New Leaf New York: From Pharma to Farm

Brooklyn Food Conference

A bit late with the cross-post, but I blogged for Farm Aid‘s about my experience at the Brooklyn Food Conference. Here’s a taste:

I attended “Our Sustainable Restaurants: A Roundtable of NYC Chefs,” led by Leonard Lopate of WNYC public radio. On the panel were Dan Barber; Peter Hoffman of Savoy and Back Forty; Bill Telepan of Telepan; David Shea of Applewood; and John Tucker of Rose Water.

A very popular panel, the discussion ranged from the chef as instrumental in changing food attitudes to seed sharing, and even tackling the accusation that choosing to eat sustainably is an elitist idea. Barber and Shea explained how chefs, first and foremost, care about taste — and food grown sustainably and responsibly, especially locally, simply tastes better. The chefs agreed that sustainable food’s higher prices, which could be seen as elitism by some, is really just a reflection of the true cost of food; Americans have been accustomed to artificially cheap food for far too long and the higher prices are a correction. As one of them noted, many consumers are learning to say, “Food is where I want to spend my money — on what I put into my body, not what I hang off of it.”

My favorite verbal nugget of the session? Telepan quipped, “If we are what we eat, then we’re fast, cheap, and easy.”

Read the rest of the post here.


A beautiful morning, happily spent
August 22, 2008, 12:34 am
Filed under: Metrocropolis | Tags: , , , , , ,

This past Saturday, I enjoyed my first volunteering experience at the Greenmarket at Fort Greene Park.  I attended a mandatory volunteer training session at Grand Army Plaza several weekends ago, and was very surprised to learn that the Fort Greene market had no volunteers at all!  I emailed the market manager as soon as I could, and unfortunately between an Indian wedding and a very profitable stoop sale, it took me a couple of weekends to get started, but I was determined to get out there — somewhat early, even! — and be a happy helper to my neighbors.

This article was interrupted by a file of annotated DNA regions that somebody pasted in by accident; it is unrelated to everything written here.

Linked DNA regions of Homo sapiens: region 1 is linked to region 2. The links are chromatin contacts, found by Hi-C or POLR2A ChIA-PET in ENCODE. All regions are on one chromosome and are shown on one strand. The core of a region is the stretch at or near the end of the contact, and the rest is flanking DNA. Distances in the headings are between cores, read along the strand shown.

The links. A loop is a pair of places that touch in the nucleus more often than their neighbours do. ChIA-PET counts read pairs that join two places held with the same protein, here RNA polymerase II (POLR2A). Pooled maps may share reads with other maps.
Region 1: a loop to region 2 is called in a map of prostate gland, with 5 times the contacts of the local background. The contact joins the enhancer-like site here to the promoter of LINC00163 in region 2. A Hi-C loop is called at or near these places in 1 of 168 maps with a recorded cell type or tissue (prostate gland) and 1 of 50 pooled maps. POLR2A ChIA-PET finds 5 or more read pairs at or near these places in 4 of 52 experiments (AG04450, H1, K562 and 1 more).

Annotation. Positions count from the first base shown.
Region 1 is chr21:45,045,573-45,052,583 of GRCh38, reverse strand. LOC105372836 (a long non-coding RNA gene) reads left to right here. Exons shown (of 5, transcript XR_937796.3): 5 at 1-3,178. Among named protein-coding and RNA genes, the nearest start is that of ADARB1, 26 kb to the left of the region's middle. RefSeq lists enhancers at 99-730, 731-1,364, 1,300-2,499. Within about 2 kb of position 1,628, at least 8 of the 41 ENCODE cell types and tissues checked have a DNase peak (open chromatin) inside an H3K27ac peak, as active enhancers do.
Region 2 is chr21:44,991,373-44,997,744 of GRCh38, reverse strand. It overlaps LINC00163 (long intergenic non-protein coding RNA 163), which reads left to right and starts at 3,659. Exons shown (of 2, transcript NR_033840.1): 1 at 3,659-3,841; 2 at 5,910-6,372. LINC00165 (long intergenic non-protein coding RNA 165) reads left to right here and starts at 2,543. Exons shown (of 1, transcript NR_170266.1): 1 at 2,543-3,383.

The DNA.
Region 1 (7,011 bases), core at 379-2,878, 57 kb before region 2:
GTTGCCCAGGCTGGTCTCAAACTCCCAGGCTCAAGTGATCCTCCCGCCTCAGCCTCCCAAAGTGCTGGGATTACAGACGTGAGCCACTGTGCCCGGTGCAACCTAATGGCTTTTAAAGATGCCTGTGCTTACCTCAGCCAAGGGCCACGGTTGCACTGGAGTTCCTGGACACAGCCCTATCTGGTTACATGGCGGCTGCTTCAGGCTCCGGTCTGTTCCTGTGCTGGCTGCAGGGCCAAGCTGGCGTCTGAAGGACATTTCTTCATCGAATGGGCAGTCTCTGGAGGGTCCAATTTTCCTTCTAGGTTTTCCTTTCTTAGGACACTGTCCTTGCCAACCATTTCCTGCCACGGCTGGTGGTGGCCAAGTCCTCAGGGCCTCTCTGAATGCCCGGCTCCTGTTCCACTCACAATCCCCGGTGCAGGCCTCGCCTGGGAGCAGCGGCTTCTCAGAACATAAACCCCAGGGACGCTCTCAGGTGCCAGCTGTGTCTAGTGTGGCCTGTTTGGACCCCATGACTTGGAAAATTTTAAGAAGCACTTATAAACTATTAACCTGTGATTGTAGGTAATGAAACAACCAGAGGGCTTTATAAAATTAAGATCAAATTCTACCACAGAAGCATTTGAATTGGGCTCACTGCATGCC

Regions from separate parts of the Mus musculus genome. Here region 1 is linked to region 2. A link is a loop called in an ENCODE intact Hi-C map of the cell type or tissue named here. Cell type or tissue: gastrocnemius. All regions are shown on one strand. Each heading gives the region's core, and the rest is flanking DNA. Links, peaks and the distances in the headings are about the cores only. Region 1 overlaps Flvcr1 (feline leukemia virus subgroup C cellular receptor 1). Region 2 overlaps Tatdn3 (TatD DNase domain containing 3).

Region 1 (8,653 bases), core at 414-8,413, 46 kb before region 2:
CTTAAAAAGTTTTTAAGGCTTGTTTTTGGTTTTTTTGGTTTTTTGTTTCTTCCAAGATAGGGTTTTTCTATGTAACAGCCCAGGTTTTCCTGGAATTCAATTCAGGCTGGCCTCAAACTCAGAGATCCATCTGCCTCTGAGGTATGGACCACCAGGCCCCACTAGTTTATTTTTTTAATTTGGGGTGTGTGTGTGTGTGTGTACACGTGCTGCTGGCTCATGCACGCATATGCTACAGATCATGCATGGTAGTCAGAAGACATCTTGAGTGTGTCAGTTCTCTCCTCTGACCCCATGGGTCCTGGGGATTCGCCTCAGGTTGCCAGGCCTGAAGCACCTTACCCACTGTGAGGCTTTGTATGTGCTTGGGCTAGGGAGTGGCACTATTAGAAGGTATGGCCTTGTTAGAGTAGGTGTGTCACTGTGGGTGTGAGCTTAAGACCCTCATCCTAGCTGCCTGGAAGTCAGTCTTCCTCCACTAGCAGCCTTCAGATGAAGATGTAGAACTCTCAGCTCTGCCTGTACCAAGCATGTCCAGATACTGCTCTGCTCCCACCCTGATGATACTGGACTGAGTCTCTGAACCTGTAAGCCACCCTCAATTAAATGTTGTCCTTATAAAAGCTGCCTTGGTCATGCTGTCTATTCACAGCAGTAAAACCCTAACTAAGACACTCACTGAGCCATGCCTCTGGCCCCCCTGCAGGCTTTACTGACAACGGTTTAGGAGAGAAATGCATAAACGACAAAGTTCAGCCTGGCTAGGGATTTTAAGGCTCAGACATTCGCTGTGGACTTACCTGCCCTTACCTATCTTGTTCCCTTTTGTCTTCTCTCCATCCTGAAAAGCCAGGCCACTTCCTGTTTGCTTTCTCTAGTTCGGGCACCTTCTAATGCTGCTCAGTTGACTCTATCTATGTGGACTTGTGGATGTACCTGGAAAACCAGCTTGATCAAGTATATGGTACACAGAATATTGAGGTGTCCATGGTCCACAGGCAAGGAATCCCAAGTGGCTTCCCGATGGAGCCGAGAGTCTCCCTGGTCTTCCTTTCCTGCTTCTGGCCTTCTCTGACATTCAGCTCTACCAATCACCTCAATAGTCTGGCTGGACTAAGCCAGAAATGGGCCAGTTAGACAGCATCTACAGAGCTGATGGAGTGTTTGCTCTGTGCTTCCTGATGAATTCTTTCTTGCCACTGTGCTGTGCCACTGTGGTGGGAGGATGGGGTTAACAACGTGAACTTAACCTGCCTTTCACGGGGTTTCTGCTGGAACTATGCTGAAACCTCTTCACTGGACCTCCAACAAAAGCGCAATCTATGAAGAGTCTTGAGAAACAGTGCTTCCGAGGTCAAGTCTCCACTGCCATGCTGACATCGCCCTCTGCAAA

I’m a familiar face to some of the farmers and sellers there, as I’ve been a regular visitor to the market for a few years now.  I’m excited to get to know some of them better, especially since I’ve been learning so much in the last couple of weeks about exactly how damn difficult farming can be.  I have immense respect for them and the backbreaking work they do every day just to get delicious food to hungry New Yorkers.

My first task was to pull on my Greenmarket t-shirt and affix my “volunteer” badge.  Tricky!

I heard from one of the farmers that a patron had asked him whether his peaches were frozen.  Apparently, they seemed cold to the touch, and the visitor was puzzled.  The farmer shook his head and wondered how and why anyone would think that peaches would be frozen when it’s peak peach season right now: “If they’re frozen, when were they frozen?  Why would we freeze them?”  He ticked off some other common-sense-less questions from city folk, such as “Do you bleach the brown eggs to get them white?” and “Did you go to high school?”  I chuckled, but of course the underlying realization is that many people remain, sadly, severely disconnected from their food. Continue reading

Chix and the city

Remember this guy?  Of course you do: Manny Howard chronicled his attempt to eat hyper-locally for a year — that is, food from his own Kings County backyard — and along the way he found out that chickens are smelly, your wife may come to hate your guts, and you can’t stop a freak Brooklyn tornado.  And he didn’t make it for a whole year, but I give him an A for effort.  To be fair the concept was a little silly, but he did prove a point — readers understood all the tiny, possibly unforeseen details of eating very locally.